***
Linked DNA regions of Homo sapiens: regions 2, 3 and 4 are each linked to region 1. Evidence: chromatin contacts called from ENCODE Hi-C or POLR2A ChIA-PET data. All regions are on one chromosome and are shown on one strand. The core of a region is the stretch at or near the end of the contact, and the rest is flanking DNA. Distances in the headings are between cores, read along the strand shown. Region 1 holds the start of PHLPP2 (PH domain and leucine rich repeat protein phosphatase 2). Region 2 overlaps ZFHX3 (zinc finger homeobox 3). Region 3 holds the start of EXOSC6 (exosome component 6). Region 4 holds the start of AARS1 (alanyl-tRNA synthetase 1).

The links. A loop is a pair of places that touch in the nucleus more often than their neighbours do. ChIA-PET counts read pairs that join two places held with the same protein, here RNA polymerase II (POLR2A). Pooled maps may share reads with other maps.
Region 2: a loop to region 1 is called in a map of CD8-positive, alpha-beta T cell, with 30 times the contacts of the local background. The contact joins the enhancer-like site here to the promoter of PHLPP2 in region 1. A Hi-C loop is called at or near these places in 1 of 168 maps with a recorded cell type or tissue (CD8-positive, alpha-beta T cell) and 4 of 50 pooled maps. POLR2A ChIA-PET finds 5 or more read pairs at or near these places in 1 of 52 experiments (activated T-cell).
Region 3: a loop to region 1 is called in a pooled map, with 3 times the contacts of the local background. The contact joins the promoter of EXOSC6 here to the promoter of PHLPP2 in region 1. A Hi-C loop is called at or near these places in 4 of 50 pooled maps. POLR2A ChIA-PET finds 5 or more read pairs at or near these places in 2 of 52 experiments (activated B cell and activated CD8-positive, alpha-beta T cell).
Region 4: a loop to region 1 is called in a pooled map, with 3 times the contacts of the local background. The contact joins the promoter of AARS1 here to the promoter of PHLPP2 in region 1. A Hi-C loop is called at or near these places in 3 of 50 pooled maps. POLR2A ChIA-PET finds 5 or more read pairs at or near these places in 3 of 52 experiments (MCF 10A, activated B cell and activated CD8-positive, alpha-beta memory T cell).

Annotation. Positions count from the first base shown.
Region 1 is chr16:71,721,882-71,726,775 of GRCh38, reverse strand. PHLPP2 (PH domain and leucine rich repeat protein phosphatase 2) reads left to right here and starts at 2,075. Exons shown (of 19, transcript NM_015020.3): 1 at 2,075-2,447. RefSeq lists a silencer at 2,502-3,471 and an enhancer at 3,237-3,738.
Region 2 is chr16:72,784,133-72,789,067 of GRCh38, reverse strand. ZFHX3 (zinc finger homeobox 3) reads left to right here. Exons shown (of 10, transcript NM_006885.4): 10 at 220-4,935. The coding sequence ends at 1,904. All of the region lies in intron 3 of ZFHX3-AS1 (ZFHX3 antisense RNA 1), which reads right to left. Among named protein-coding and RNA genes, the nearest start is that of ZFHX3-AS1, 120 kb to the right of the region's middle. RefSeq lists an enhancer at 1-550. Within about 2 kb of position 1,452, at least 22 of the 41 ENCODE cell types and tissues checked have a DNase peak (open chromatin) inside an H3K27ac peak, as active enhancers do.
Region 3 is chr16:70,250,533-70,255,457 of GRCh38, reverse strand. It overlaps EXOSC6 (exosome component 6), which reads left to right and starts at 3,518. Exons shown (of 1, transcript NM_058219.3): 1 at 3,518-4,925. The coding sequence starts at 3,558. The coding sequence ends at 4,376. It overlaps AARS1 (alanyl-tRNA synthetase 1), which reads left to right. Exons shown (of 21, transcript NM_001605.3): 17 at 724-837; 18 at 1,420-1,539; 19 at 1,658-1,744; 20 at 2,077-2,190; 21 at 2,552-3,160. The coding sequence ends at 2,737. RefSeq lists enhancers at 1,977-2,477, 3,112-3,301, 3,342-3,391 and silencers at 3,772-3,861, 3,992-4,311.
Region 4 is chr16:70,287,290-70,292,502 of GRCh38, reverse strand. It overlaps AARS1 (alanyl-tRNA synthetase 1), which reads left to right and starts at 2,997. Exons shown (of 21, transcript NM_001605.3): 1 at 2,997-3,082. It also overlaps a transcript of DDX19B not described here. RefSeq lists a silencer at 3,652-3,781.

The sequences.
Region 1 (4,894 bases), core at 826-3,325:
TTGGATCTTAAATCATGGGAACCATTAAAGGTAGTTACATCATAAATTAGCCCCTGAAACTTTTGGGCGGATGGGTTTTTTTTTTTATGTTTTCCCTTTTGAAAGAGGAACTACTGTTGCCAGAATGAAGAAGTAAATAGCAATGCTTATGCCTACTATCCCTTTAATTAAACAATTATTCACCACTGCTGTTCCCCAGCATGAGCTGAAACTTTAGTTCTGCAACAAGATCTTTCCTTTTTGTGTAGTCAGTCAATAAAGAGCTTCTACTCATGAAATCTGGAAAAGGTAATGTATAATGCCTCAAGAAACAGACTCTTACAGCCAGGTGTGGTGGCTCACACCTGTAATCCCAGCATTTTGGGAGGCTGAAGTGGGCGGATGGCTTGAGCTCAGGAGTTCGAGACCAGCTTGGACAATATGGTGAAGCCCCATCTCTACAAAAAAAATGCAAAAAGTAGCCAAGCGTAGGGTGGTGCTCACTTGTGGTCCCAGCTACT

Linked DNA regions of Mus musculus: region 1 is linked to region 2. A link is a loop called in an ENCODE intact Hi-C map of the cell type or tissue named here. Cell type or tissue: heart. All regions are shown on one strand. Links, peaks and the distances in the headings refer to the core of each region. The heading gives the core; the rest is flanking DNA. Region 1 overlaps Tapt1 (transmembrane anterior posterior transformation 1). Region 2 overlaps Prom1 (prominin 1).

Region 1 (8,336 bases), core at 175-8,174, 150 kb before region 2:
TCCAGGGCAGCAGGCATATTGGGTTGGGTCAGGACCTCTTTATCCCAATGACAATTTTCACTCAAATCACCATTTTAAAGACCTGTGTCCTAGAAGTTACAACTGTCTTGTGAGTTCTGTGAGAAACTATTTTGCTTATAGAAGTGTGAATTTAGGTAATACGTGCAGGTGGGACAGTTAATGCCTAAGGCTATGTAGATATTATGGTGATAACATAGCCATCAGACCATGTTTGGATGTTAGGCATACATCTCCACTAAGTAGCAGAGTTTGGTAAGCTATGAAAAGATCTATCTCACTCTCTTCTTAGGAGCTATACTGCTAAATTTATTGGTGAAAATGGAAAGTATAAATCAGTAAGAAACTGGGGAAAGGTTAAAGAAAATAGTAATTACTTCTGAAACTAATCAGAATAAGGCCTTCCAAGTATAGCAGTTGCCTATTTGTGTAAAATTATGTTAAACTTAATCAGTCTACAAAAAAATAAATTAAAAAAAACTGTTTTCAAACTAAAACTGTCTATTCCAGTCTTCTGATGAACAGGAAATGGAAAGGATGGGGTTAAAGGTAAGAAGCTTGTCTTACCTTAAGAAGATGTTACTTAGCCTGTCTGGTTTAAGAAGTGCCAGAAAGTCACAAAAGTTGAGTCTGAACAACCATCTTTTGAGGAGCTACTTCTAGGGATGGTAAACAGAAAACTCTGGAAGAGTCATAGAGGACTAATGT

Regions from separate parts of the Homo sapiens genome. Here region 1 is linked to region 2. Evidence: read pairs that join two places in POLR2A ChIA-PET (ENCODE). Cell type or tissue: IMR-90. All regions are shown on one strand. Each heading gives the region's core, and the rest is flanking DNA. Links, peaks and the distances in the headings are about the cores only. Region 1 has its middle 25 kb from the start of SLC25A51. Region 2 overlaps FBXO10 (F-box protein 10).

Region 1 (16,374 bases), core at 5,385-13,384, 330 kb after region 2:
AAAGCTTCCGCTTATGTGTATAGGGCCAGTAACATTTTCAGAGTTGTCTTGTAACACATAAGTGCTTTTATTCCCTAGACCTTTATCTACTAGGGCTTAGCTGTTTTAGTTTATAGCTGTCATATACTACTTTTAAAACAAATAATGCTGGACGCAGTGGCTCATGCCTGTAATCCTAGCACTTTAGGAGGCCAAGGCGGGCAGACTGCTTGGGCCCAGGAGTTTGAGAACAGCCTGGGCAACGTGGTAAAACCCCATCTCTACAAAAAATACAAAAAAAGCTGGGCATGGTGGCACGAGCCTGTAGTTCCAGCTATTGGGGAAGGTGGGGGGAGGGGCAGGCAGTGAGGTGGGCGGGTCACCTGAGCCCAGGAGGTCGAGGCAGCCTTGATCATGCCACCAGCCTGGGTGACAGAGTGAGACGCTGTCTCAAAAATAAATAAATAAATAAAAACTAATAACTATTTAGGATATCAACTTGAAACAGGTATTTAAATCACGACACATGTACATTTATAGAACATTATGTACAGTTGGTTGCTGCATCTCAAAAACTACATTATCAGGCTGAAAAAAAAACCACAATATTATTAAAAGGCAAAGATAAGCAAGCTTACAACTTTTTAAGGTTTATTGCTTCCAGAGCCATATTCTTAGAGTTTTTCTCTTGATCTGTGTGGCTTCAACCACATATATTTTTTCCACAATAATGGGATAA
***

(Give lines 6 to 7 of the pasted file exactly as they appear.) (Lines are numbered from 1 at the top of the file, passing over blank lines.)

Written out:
Annotation. Positions count from the first base shown.
Region 1 is chr16:71,721,882-71,726,775 of GRCh38, reverse strand. PHLPP2 (PH domain and leucine rich repeat protein phosphatase 2) reads left to right here and starts at 2,075. Exons shown (of 19, transcript NM_015020.3): 1 at 2,075-2,447. RefSeq lists a silencer at 2,502-3,471 and an enhancer at 3,237-3,738.